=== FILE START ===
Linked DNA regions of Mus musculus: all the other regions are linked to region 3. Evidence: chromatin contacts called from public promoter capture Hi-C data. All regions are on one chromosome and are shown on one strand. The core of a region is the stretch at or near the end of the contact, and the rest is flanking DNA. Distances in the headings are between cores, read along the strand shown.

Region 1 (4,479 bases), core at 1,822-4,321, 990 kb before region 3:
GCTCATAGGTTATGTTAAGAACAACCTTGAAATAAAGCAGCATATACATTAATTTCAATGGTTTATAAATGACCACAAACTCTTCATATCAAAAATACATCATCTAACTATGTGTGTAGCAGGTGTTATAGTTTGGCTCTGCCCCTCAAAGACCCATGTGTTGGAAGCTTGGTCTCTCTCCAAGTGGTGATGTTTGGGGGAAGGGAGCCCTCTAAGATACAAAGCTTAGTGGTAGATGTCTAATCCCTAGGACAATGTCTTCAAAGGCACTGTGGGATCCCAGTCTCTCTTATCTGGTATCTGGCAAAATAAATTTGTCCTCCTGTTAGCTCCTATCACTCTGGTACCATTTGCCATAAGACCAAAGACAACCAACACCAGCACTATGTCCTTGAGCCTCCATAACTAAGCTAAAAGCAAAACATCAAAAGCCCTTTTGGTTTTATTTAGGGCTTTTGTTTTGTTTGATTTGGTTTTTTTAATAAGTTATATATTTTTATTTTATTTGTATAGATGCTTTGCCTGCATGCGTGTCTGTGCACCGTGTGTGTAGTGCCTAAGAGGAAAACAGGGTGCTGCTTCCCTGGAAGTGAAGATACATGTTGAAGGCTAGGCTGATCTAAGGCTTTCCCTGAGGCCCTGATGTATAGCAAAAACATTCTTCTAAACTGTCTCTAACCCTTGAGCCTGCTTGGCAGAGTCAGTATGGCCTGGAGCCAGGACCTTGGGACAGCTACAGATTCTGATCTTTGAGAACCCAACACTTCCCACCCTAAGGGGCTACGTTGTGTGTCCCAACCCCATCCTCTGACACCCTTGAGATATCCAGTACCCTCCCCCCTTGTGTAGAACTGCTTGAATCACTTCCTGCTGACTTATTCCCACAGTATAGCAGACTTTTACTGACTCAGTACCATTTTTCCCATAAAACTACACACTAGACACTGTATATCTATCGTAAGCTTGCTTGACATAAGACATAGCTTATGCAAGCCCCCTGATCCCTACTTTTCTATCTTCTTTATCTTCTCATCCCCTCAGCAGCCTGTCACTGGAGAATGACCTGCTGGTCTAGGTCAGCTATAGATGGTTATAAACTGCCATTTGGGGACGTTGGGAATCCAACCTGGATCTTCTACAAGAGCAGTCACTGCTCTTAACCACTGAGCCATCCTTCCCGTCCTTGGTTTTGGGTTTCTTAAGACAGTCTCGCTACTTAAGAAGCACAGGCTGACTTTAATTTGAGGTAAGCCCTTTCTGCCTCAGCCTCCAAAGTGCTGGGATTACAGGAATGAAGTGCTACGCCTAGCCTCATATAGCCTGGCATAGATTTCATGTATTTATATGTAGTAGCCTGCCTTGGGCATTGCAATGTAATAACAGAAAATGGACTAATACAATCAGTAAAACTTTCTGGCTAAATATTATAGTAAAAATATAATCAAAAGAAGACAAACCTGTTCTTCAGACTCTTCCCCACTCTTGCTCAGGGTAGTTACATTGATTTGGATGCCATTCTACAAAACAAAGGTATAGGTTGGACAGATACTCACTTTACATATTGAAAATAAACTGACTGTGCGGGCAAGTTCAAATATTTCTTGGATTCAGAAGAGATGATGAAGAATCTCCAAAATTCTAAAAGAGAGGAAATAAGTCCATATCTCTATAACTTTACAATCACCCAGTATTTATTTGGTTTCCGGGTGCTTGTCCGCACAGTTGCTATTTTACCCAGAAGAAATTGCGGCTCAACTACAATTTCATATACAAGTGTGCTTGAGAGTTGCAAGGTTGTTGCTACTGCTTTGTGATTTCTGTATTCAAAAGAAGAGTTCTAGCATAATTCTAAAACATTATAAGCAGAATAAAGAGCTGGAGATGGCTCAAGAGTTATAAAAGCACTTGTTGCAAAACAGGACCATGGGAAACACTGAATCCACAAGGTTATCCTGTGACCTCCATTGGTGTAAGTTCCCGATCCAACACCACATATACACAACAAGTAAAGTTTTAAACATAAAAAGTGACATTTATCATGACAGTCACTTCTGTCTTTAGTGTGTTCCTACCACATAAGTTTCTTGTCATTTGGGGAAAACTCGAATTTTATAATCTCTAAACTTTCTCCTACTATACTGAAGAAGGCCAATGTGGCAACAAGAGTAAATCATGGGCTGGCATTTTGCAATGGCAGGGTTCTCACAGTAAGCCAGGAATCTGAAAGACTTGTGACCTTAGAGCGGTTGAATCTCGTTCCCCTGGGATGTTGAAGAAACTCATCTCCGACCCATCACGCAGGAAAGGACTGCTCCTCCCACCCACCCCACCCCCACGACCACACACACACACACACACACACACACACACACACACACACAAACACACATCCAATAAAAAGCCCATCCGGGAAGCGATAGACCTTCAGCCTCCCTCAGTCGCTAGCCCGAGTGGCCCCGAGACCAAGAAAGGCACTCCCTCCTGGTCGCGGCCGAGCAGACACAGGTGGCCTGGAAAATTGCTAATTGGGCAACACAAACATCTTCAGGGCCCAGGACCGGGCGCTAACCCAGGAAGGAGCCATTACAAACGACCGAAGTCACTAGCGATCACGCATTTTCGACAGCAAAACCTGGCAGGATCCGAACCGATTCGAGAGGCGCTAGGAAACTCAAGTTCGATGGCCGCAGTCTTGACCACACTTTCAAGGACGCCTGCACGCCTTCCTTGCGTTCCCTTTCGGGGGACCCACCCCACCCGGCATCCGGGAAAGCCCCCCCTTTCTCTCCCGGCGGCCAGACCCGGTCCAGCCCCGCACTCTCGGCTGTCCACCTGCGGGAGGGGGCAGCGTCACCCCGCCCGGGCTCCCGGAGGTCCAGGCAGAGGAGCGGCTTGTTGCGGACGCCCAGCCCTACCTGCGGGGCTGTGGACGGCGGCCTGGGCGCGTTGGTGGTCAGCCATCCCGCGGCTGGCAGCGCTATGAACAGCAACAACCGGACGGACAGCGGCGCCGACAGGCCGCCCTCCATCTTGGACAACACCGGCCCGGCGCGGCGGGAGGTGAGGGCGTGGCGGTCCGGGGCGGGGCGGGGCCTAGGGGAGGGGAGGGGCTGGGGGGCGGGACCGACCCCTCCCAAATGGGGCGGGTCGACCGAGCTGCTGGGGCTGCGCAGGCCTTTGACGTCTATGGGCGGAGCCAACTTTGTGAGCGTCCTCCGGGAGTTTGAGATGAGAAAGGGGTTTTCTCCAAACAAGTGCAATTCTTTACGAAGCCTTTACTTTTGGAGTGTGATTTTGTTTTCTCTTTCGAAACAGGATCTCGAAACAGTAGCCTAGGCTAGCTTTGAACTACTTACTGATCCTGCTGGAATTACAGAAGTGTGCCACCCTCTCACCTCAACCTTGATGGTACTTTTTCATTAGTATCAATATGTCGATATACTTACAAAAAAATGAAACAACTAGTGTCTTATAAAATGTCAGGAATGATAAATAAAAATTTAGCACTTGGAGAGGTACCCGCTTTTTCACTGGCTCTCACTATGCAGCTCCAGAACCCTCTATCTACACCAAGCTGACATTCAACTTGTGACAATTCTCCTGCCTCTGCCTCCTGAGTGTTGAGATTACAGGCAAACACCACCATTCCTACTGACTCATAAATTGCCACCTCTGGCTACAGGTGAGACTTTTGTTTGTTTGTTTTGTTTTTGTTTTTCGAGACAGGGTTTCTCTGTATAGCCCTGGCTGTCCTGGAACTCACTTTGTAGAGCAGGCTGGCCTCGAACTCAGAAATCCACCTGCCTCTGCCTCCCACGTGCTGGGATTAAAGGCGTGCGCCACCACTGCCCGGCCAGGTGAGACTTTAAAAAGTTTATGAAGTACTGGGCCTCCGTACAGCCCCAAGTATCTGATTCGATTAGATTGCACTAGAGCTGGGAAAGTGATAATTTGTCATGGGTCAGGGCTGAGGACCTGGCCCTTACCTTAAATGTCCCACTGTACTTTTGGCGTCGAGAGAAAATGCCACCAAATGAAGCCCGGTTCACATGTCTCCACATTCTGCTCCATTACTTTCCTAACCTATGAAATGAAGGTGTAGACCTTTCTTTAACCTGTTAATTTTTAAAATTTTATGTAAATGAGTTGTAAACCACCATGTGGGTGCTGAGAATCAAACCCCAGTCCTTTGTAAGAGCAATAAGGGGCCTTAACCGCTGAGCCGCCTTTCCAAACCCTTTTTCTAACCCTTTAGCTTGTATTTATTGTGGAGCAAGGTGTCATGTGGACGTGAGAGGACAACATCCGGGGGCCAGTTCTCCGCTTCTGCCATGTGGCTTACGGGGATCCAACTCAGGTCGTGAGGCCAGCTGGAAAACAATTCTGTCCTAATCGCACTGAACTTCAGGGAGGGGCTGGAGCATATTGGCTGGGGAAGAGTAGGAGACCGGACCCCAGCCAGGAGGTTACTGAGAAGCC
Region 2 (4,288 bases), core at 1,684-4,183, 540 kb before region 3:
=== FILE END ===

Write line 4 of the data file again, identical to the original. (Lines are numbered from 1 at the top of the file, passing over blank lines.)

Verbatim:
Region 2 (4,288 bases), core at 1,684-4,183, 540 kb before region 3: